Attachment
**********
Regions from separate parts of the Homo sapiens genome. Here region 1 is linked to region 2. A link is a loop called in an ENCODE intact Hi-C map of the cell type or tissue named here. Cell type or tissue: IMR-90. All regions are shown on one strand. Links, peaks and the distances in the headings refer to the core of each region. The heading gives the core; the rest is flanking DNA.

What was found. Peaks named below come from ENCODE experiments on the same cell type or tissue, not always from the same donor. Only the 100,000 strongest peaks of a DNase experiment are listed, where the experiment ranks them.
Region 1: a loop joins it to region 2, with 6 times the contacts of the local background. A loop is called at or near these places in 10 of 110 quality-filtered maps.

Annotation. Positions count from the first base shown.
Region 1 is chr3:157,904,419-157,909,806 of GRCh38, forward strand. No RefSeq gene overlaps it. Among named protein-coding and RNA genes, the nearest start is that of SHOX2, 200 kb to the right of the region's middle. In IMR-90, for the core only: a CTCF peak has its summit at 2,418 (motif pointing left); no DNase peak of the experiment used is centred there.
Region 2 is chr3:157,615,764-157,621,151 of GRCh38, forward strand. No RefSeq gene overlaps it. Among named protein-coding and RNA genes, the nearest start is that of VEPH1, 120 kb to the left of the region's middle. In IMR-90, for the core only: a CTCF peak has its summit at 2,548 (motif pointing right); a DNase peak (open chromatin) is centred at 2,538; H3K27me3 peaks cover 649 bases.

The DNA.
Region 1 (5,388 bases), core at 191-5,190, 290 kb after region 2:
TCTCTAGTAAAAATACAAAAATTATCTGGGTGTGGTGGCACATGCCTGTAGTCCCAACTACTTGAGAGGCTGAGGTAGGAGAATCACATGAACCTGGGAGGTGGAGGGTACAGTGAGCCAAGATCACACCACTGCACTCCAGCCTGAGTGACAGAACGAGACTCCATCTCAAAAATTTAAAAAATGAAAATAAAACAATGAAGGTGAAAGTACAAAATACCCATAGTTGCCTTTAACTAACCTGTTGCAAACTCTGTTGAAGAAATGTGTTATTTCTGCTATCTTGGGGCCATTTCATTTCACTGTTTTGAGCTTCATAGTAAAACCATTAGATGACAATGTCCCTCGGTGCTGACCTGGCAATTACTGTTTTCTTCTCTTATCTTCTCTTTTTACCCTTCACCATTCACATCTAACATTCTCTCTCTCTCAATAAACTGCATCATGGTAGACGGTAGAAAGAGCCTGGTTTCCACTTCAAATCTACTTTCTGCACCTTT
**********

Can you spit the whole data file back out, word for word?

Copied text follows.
Regions from separate parts of the Homo sapiens genome. Here region 1 is linked to region 2. A link is a loop called in an ENCODE intact Hi-C map of the cell type or tissue named here. Cell type or tissue: IMR-90. All regions are shown on one strand. Links, peaks and the distances in the headings refer to the core of each region. The heading gives the core; the rest is flanking DNA.

What was found. Peaks named below come from ENCODE experiments on the same cell type or tissue, not always from the same donor. Only the 100,000 strongest peaks of a DNase experiment are listed, where the experiment ranks them.
Region 1: a loop joins it to region 2, with 6 times the contacts of the local background. A loop is called at or near these places in 10 of 110 quality-filtered maps.

Annotation. Positions count from the first base shown.
Region 1 is chr3:157,904,419-157,909,806 of GRCh38, forward strand. No RefSeq gene overlaps it. Among named protein-coding and RNA genes, the nearest start is that of SHOX2, 200 kb to the right of the region's middle. In IMR-90, for the core only: a CTCF peak has its summit at 2,418 (motif pointing left); no DNase peak of the experiment used is centred there.
Region 2 is chr3:157,615,764-157,621,151 of GRCh38, forward strand. No RefSeq gene overlaps it. Among named protein-coding and RNA genes, the nearest start is that of VEPH1, 120 kb to the left of the region's middle. In IMR-90, for the core only: a CTCF peak has its summit at 2,548 (motif pointing right); a DNase peak (open chromatin) is centred at 2,538; H3K27me3 peaks cover 649 bases.

The DNA.
Region 1 (5,388 bases), core at 191-5,190, 290 kb after region 2:
TCTCTAGTAAAAATACAAAAATTATCTGGGTGTGGTGGCACATGCCTGTAGTCCCAACTACTTGAGAGGCTGAGGTAGGAGAATCACATGAACCTGGGAGGTGGAGGGTACAGTGAGCCAAGATCACACCACTGCACTCCAGCCTGAGTGACAGAACGAGACTCCATCTCAAAAATTTAAAAAATGAAAATAAAACAATGAAGGTGAAAGTACAAAATACCCATAGTTGCCTTTAACTAACCTGTTGCAAACTCTGTTGAAGAAATGTGTTATTTCTGCTATCTTGGGGCCATTTCATTTCACTGTTTTGAGCTTCATAGTAAAACCATTAGATGACAATGTCCCTCGGTGCTGACCTGGCAATTACTGTTTTCTTCTCTTATCTTCTCTTTTTACCCTTCACCATTCACATCTAACATTCTCTCTCTCTCAATAAACTGCATCATGGTAGACGGTAGAAAGAGCCTGGTTTCCACTTCAAATCTACTTTCTGCACCTTT